America, America – The Anatolian Smile (1963 – Eli Kazan) see FILMS

The extraordinary story of Eli Kazan’s paternal uncle, Avraam-Elia, born in 1909 to an Anatolian Greek family living under brutal Turkish rule during the Ottoman Empire. In 1913 he  was four when his parents immigrated to New York City. His father, George Kazancioglu, a rug merchant, continued his trade in America. AMERICA AMERICA tells of Elias Kazan’s father’s brother who fled to Constantinople (renamed Istanbul in 1930) to escape Turkish Ottoman brutality towards native Greeks, Armenians, and Assyrians. Before escaping to Constantinople, his uncle’s father gave his son the family treasures and a plan to earn sufficient money so that his family could later join him in Constantinople, and from there take passage to America. However, BEFORE UNCLE AVRAAM-ELIA KAZANCIOGLU reached the United States, his journey led him into a series of experiences — each one one more shocking than the next.  Avraam-Elia came across Ottoman Turks burning a church filled with trapped and helpless Armenian children and elderly people. He also witnessed the violence of an “abortive massacre”, which filled him with even more determination to escape from the violence against the Greeks, Armenians, Assyrians and other Christians of Asia Minor (now called Turkey). After many trials and tribulations, Avraam-Elia did reach New York City where he worked as a shoeshine boy. Eventually, from his savings, A. E. Kazan his newly adopted name, brought his family to the land where they, and Elia Kazan, had the chance to escape Ottoman brutalities and to fulfill their potential.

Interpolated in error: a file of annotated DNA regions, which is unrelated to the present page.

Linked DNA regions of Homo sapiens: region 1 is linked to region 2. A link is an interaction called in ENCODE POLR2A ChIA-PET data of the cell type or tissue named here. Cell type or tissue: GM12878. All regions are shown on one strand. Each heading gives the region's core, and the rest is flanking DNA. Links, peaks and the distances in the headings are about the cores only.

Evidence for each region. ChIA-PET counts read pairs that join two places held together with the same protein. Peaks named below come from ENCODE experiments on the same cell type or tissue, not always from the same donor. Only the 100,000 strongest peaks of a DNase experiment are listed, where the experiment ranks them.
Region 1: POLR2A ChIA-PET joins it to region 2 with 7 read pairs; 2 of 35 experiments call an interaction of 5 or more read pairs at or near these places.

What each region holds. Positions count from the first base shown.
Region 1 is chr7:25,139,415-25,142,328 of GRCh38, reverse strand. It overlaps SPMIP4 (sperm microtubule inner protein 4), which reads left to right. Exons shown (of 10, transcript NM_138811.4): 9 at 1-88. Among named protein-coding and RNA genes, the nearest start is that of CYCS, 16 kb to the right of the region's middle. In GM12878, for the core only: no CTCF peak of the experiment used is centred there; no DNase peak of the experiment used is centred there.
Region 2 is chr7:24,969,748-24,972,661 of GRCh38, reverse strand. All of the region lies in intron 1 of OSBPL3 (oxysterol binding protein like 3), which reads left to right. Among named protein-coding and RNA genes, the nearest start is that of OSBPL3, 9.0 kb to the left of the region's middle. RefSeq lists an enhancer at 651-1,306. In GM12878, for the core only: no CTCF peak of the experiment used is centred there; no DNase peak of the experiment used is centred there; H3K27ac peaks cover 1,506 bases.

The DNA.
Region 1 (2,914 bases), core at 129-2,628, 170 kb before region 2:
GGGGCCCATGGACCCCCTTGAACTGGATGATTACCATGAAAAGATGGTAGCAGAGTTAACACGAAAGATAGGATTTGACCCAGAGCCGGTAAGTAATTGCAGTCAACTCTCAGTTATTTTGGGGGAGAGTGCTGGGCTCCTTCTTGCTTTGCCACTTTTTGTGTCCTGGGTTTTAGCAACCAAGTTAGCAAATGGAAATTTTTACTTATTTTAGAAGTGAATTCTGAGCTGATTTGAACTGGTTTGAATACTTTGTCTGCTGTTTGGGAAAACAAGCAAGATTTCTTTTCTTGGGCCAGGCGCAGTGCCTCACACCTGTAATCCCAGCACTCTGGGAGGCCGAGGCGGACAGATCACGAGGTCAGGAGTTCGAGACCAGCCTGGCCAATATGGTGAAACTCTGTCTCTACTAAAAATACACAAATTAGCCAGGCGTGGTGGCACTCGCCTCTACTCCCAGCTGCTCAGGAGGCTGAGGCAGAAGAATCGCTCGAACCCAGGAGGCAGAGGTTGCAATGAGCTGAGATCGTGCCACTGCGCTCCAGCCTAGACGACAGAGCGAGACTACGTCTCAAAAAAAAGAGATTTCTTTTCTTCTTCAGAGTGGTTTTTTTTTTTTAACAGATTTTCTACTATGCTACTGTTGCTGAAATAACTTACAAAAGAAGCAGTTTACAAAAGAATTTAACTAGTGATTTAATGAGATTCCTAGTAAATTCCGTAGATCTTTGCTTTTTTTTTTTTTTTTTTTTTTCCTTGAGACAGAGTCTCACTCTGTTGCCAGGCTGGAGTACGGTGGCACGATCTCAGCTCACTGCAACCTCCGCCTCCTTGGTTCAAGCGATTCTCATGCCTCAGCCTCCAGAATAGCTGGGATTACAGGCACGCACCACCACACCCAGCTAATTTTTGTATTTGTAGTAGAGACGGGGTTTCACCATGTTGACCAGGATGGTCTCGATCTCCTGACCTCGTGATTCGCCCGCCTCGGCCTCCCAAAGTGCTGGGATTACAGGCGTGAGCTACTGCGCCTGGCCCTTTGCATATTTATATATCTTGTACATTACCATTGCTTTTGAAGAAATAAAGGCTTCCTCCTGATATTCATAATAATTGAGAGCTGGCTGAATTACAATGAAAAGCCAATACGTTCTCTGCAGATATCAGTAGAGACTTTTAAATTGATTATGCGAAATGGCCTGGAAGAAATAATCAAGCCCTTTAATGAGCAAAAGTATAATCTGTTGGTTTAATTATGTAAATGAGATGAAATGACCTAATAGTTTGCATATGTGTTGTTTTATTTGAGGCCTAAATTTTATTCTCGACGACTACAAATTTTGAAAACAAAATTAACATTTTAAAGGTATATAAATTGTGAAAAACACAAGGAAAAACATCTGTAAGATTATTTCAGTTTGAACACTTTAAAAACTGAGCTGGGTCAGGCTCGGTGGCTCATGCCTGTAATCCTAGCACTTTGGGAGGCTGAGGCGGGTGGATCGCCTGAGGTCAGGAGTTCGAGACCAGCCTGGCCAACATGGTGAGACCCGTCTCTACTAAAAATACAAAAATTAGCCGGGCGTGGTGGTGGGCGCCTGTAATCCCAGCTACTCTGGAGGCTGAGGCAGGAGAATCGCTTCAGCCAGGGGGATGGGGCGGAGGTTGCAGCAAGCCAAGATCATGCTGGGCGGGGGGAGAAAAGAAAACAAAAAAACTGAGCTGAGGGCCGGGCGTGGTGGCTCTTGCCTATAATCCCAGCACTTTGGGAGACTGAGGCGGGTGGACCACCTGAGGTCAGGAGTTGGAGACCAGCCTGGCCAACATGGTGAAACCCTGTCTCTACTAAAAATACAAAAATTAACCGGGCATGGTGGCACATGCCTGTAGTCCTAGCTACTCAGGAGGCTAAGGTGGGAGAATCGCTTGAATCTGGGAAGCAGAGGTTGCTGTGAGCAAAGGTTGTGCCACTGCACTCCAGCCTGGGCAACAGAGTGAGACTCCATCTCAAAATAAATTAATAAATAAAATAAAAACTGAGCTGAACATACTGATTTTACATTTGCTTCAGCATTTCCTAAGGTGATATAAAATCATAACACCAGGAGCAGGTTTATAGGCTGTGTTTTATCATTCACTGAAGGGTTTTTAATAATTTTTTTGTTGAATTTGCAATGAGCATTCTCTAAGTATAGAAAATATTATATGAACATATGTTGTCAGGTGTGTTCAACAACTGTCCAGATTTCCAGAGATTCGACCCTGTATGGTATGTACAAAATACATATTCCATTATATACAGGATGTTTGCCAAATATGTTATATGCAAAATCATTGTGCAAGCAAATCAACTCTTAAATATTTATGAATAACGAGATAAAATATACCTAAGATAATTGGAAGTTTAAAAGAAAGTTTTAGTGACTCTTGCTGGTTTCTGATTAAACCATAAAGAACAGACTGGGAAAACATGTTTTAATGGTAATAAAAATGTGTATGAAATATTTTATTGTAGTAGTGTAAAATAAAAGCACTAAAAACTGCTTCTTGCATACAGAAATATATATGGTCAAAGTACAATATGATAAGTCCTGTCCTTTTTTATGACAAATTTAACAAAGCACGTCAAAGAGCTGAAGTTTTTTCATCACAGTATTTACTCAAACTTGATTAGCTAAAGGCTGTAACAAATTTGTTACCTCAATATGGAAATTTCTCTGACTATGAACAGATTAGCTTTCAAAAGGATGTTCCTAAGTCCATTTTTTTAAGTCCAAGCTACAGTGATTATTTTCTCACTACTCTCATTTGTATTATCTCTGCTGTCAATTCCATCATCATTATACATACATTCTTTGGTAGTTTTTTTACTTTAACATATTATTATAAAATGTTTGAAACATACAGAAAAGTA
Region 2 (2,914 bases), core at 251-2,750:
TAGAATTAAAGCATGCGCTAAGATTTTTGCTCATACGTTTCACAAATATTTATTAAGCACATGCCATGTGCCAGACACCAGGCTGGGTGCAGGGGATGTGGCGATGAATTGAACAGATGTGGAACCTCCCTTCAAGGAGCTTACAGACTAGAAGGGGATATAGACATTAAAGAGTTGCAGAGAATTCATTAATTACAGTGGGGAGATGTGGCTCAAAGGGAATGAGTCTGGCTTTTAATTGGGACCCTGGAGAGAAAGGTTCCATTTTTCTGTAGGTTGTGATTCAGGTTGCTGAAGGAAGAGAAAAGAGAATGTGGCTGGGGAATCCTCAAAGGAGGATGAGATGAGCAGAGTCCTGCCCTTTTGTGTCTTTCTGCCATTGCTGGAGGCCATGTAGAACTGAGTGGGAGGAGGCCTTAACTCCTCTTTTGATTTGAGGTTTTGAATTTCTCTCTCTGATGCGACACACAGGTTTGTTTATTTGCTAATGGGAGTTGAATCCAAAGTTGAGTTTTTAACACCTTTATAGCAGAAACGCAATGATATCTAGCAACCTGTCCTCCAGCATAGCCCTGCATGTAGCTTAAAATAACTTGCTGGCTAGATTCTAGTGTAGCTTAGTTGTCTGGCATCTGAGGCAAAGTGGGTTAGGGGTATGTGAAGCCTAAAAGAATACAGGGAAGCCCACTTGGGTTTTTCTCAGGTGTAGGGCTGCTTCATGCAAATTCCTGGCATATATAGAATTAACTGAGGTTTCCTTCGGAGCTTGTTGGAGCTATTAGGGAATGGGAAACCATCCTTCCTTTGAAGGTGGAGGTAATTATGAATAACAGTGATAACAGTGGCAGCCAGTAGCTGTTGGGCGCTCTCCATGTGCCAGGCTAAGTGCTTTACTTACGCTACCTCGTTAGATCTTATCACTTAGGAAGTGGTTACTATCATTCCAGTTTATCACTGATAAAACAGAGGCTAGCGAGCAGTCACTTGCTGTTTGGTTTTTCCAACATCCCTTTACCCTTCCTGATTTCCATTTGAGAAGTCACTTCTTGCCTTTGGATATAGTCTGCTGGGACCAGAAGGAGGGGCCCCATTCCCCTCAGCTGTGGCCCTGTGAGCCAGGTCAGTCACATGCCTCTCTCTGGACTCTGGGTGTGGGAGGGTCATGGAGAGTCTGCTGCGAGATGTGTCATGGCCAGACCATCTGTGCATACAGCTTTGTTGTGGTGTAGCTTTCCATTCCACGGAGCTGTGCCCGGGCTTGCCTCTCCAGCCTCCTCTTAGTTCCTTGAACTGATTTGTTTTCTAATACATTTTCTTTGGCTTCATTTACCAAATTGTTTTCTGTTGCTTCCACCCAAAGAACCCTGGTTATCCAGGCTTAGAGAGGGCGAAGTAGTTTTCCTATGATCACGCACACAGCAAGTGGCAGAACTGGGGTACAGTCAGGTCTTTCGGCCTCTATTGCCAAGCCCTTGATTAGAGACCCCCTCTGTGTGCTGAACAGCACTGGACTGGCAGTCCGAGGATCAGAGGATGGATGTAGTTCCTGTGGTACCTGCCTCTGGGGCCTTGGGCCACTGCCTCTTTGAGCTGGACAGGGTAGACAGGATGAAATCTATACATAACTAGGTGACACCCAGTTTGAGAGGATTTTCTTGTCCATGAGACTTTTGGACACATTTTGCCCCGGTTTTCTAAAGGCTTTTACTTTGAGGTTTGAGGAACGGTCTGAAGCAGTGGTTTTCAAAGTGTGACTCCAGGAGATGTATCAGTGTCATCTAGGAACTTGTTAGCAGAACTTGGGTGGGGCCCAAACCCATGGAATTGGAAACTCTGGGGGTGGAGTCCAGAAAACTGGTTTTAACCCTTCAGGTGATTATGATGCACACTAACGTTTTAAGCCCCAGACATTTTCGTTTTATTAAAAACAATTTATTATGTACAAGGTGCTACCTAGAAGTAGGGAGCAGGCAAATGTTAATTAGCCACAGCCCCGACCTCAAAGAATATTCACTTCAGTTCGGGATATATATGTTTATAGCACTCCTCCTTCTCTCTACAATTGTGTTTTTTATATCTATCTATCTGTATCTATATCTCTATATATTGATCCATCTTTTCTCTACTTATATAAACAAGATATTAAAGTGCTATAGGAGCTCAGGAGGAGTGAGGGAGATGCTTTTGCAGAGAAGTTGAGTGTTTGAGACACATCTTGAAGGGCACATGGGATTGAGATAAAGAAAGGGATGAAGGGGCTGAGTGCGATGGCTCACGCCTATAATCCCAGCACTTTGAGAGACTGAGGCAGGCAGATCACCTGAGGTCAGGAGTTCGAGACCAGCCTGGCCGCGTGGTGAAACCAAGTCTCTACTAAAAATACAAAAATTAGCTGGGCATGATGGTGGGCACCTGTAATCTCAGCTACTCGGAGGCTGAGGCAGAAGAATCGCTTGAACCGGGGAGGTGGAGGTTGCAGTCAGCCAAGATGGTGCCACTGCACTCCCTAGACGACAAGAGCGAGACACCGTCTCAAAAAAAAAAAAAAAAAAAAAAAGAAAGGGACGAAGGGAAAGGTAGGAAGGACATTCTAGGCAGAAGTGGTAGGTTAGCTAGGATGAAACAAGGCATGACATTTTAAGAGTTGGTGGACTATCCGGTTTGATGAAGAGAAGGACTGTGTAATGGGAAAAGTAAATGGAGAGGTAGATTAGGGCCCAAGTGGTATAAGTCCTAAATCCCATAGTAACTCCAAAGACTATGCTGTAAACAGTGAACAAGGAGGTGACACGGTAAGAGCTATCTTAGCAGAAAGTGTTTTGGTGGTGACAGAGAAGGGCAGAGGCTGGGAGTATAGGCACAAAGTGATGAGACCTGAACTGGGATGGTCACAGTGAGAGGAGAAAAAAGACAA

Search FILMS: America, America 1; America, America 2; America, America 3; America, America 4